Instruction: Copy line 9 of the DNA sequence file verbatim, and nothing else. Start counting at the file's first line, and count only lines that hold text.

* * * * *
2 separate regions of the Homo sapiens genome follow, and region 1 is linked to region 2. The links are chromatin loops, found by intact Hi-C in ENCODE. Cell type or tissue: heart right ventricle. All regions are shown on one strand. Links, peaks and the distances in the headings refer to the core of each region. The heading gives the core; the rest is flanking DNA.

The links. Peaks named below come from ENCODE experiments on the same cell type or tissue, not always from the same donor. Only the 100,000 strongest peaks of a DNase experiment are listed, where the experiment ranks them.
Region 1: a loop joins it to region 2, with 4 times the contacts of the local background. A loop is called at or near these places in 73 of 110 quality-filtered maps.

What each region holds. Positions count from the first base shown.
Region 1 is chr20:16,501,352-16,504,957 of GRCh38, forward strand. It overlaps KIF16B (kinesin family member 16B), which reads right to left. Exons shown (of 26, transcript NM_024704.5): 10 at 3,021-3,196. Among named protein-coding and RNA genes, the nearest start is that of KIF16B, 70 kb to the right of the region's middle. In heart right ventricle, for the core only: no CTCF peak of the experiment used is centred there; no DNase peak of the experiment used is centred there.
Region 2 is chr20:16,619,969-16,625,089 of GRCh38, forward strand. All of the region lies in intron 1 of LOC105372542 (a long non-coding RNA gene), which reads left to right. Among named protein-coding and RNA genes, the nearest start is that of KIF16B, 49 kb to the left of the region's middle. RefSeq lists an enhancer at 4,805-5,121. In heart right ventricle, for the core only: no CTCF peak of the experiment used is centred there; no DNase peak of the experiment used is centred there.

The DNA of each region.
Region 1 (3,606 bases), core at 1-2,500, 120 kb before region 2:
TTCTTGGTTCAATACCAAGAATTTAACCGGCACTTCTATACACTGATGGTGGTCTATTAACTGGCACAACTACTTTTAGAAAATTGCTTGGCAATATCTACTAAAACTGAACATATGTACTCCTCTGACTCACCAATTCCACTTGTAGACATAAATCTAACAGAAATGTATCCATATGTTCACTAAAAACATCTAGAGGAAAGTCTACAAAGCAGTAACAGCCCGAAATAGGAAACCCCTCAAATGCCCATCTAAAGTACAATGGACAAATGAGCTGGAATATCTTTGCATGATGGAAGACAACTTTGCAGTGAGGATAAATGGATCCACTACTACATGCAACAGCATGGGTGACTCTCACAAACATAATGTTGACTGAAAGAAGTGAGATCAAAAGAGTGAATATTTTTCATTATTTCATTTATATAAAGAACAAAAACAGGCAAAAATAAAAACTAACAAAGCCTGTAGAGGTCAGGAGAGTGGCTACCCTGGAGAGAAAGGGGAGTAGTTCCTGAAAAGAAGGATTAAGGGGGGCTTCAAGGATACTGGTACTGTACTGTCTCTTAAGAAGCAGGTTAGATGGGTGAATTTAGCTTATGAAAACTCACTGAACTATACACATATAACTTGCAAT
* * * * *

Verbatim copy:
TTCTTGGTTCAATACCAAGAATTTAACCGGCACTTCTATACACTGATGGTGGTCTATTAACTGGCACAACTACTTTTAGAAAATTGCTTGGCAATATCTACTAAAACTGAACATATGTACTCCTCTGACTCACCAATTCCACTTGTAGACATAAATCTAACAGAAATGTATCCATATGTTCACTAAAAACATCTAGAGGAAAGTCTACAAAGCAGTAACAGCCCGAAATAGGAAACCCCTCAAATGCCCATCTAAAGTACAATGGACAAATGAGCTGGAATATCTTTGCATGATGGAAGACAACTTTGCAGTGAGGATAAATGGATCCACTACTACATGCAACAGCATGGGTGACTCTCACAAACATAATGTTGACTGAAAGAAGTGAGATCAAAAGAGTGAATATTTTTCATTATTTCATTTATATAAAGAACAAAAACAGGCAAAAATAAAAACTAACAAAGCCTGTAGAGGTCAGGAGAGTGGCTACCCTGGAGAGAAAGGGGAGTAGTTCCTGAAAAGAAGGATTAAGGGGGGCTTCAAGGATACTGGTACTGTACTGTCTCTTAAGAAGCAGGTTAGATGGGTGAATTTAGCTTATGAAAACTCACTGAACTATACACATATAACTTGCAAT